Are we governable?

Despite an avalanche of laws, political systems, religious doctrine, and just plain ordinary human experience, humanity’s wildness persistently asserts itself. Our hopes and disappointments propel a fusillade of argument and criticism directed at the very institutions and leaders we’ve enabled. While it’s true that it’s impossible to please everyone, if social and communications media are an indication, modern life seems to be breeding widespread dissatisfaction.

Human wildness is an ancient legacy, and likely why the world’s major religions proffer commandments and precepts to regulate behavior. Our wildness inclines us to kill, steal and lie, covet our neighbors possessions and to worship false gods by creating idols like money. No wonder life feels difficult; with behavior like this, how could it be otherwise?

I’ve previously noted that depicted in the central hub of the Classical Buddhist Wheel of Life one finds the images of a rooster, a snake and a pig. These three represent aggression, greed and ignorance and they are central, inescapable aspects of being human. Try as we may, we cannot simply avoid or extirpate them; they are the heritage of history and evolution. Say what you will about them, the reality is that alongside our creativity, compassion, empathy and intellect, they have brought us this far.

We keep trying to improve ourselves, to empower our better angels; establishing democratic government certainly ranks among the highest achievements of that effort. At its core, democracy relies on a belief in goodness, that we can disempower our wild, animal nature and instead organize ourselves in a rational, thoughtful way for the betterment of all. It’s a noble experiment, but an experiment it is, and given the poor quality of many who we’re presently electing, its results are anything but certain.

To be fair, our electoral system has been hacked. What should be the even playing field of one-person/one-vote is distorted by money, that and an ill-informed, poorly educated electorate which is easily manipulated by propaganda, falsehoods, rumors and conspiracy theories. Combine all this with the activity of professional lobbyists, entrenched bureaucrats, and corporate consulting firms and we’ve got all the reasons in the world to feel dissatisfied.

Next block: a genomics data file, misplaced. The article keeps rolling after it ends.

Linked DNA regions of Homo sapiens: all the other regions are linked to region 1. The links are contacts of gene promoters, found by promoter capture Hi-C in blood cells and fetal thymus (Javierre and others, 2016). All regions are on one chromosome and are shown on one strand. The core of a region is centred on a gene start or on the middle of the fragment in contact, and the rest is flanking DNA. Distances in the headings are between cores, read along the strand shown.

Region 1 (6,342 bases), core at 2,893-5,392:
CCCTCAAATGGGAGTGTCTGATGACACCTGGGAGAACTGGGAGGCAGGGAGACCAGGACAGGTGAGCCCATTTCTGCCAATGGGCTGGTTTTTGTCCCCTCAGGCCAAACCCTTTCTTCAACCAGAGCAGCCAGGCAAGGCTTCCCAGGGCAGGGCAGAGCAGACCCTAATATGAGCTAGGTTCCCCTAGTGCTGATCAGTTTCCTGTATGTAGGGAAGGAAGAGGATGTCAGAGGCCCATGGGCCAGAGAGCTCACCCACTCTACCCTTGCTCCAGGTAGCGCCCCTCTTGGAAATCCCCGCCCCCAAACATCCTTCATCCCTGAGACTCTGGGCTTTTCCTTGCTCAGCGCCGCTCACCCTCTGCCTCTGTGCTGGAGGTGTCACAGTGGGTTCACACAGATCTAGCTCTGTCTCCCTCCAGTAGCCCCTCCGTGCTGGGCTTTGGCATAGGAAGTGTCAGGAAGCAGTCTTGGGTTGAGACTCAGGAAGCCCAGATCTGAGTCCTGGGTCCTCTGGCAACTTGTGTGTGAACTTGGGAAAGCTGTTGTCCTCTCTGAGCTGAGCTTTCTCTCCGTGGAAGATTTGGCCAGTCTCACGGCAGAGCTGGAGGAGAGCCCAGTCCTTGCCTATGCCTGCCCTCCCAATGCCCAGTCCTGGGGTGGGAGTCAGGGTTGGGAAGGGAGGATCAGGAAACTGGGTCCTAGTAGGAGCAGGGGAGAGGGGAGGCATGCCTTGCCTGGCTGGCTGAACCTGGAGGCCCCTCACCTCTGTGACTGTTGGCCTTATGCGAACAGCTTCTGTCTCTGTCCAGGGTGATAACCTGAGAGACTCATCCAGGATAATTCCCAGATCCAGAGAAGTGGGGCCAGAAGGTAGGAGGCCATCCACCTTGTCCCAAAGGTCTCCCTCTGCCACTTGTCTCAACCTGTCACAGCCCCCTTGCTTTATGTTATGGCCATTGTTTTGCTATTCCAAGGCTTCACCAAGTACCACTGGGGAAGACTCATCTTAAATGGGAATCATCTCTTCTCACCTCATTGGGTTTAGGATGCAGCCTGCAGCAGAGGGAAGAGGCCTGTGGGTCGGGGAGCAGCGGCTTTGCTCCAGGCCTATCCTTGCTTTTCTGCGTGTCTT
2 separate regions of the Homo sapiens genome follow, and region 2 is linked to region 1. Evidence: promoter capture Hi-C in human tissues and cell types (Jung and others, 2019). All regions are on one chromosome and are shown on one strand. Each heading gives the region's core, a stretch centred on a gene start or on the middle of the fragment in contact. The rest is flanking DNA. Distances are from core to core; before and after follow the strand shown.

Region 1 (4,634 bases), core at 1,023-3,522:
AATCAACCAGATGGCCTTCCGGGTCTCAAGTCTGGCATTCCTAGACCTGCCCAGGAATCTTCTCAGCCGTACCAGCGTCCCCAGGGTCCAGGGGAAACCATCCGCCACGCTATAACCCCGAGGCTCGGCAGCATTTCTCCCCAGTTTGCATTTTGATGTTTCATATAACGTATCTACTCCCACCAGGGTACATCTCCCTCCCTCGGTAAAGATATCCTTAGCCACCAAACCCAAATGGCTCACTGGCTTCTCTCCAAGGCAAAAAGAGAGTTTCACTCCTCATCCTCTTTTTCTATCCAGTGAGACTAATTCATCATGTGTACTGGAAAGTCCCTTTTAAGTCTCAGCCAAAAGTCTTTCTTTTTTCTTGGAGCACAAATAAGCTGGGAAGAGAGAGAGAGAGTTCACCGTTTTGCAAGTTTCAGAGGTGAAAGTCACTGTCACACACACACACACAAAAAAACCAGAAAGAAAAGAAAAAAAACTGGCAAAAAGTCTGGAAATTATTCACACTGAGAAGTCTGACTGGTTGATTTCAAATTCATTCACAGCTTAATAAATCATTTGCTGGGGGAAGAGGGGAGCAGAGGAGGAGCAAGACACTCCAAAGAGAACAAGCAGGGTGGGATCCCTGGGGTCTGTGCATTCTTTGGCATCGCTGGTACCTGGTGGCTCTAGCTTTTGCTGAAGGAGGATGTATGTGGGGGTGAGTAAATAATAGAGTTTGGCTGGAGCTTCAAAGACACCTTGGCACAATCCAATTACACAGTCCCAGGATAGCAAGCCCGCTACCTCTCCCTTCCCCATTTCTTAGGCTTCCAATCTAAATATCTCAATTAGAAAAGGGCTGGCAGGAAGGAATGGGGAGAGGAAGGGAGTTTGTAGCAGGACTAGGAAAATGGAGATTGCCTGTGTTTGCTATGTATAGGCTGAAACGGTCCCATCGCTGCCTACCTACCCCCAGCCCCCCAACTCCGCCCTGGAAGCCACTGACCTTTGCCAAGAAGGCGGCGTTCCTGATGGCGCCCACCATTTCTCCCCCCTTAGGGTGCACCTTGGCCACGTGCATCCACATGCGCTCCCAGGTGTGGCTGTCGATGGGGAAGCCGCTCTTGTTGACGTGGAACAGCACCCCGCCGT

To boot, we suffer from what Psychiatrist Eric Fromm diagnosed as our “escape from freedom,” an avoidance of the responsibility that accompanies freedom. The burden of staying informed and the responsibility of making good though often difficult choices, is too much for some people to bear and they repeatedly rush into the arms of “strongmen” dictators and autocrats instead. Mix our natural wildness with lazy cowardice, and you’ve got a lousy, bitter-tasting cocktail.

In places like China, governance comes at the barrel of a gun. It’s not really governance, it’s systemic violence that acts as a buffering agent to suppress wildness. Our own governance laws are intended to produce the same effect, but have the added insurance of civil rights that limit the power of the state to unreasonably enforce its will. People are controllable, within limits, but none of this fully answers the question – are we governable?

Aggression, greed, and ignorance are part of who we are as a species. Eliminating such traits is as hard as eliminating desire, and to do that would mean eliminating imagination, making us less than human. Is it possible to transcend our human nature, a challenge that has to be undertaken not after death, but while still living? Are we governable? Time will tell.

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